Still, Mr. Nemazee never called candidate Kerry to tell him that giving nuclear fuel to Iran would be dangerous and irresponsible. In his deposition, Mr. Nemazee pleaded that he would have no credibility on the issue with the Kerry campaign. “I have no knowledge on nuclear policy,” he said under oath.
Last week, John Kerry too “flip-flopped,” now saying that “Iran has made a dangerous and silly decision of confronting not just the U.S. government, but the entire international community.” Kerry now evidently thinks we should bring Iran to the Security Council: “If all diplomatic channels fail, we have no choice but to take the issue before the international body.”
John Spencer, a Republican who is running against Hillary Clinton for the Senate in 2006, has put out a press release charging that “Senator Clinton accepts money from supporters of Iranian mullahs.” In the press release, Spencer cites $4,000 in contributions to Hillary’s ’06 Senate campaign from Hassan Nemazee. FEC records also show another $4,000 from Nemazee Capital Corporation, made in the name of Sheila Nemazee.
Spencer’s press release also cites a Friday, June 3, 2005, fund-raising event that evidently was held for Sen. Clinton at the California home of Gita and Behzad Kashani. Spencer directly challenged that Sen. Clinton had been “accepting money from the supporters of the mullahs,” concluding that “Sen. Clinton lacks the credibility to keep New York safe and she should return this tainted money.”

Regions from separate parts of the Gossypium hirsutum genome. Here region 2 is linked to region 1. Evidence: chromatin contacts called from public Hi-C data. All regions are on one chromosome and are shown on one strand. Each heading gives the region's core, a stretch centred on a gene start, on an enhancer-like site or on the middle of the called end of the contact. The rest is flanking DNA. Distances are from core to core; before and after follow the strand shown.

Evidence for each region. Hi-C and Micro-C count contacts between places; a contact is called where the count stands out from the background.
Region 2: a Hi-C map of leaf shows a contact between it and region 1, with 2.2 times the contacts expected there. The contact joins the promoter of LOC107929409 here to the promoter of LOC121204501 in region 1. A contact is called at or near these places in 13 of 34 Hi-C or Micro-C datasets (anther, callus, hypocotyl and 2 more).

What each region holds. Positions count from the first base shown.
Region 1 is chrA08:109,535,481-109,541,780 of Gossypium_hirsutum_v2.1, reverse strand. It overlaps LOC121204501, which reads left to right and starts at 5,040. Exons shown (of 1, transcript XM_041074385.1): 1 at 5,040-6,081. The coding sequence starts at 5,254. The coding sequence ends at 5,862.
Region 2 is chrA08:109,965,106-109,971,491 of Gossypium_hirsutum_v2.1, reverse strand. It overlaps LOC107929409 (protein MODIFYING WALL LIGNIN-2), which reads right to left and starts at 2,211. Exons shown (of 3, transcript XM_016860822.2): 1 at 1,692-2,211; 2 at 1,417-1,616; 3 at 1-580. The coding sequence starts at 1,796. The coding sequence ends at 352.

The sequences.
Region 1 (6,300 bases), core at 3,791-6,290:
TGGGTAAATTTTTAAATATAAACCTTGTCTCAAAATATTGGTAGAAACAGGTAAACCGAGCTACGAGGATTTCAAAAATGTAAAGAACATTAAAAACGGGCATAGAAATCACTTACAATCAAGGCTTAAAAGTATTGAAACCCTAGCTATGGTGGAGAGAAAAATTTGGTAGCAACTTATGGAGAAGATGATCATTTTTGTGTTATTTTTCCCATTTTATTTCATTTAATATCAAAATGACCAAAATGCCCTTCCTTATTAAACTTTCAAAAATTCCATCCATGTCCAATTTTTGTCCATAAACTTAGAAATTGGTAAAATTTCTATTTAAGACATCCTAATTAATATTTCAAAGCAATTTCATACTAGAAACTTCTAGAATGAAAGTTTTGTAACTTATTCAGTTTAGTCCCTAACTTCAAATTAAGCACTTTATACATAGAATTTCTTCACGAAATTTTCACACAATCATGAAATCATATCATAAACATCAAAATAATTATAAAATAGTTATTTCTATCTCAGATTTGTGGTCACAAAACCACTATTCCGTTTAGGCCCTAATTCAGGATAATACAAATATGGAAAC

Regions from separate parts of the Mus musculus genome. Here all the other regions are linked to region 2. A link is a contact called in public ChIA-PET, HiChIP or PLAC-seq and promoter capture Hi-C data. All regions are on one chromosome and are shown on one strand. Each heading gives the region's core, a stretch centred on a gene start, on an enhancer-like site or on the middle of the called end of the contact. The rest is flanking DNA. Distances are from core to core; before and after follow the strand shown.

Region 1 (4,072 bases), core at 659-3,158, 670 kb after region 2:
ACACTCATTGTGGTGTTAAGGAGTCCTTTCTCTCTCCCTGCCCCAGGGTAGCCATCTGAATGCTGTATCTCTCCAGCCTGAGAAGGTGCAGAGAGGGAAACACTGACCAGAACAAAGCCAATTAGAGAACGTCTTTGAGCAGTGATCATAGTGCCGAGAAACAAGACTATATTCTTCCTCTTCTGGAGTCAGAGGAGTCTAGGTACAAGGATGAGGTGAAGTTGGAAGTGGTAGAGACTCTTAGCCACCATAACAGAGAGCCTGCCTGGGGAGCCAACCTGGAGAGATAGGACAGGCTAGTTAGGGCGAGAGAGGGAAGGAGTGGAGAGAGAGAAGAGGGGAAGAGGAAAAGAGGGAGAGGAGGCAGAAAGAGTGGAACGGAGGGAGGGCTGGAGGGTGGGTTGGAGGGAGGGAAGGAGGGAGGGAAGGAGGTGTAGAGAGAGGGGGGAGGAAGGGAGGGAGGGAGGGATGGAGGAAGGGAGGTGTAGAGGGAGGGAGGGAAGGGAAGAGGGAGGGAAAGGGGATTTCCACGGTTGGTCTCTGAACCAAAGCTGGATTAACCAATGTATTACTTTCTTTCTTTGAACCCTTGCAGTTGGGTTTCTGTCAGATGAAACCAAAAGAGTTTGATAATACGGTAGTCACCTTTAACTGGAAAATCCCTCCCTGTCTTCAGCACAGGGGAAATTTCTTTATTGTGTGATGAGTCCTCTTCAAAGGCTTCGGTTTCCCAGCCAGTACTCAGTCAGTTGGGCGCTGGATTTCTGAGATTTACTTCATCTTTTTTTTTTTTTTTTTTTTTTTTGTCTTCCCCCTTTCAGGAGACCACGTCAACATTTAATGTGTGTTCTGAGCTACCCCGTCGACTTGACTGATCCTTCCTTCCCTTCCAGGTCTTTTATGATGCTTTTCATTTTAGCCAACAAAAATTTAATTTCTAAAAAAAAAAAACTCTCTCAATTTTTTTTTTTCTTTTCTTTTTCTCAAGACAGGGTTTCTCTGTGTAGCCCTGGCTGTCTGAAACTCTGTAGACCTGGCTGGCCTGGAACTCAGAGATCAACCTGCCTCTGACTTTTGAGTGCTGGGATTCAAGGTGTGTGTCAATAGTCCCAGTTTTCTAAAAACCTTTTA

We shouldn’t hold our breath expecting either Sens. Clinton or Kerry to admit they have reversed their Iran policies, or to give back any money critics charge was raised from “pro-mullah” supporters.
Still, the American public should demand that these liberal Democratic senators quit trying to have the issue of Iran both ways. President Bush was soundly criticized by Democratic senators throughout 2005 for not building an overwhelming international coalition before the 2003 Iraq war. Now, when President Bush has worked with the E.U.-3 and the IAEA, agreeing to follow their lead in the negotiations with Iran, these same liberal Democratic senators accuse the administration of going too slow and “outsourcing” the talks. Isn’t this a contradiction?
If President Bush had pressed forward unilaterally on the issue of Iran, Sens. Clinton and Kerry could be expected to show up in the well of the Senate arguing that his Iran intelligence information was likely as flawed as the intelligence had been on Saddam Hussein’s weapons of mass destruction.
Sens. Kerry and Clinton have been supporters of the Iranian regime, especially when working with the U.S. supporters of the mullahs suited their campaign fund-raising purposes. Yet, when Iran defies the world by resuming uranium enrichment “research and development” at Natanz, Sens. Clinton and Kerry jump to the right, trying to “out hawk” even the Bush administration.
This hypocrisy has to stop. President Bush is moving toward Security Council action, while keeping the military option on the table. Democratic senators like Clinton and Kerry ought to be ashamed when they suddenly decide to talk tough on Iran. If Clinton and Kerry know no shame, they should be concerned that those of us who have researched for years their support of this corrupt Iranian regime will continue to speak out and expose their duplicity.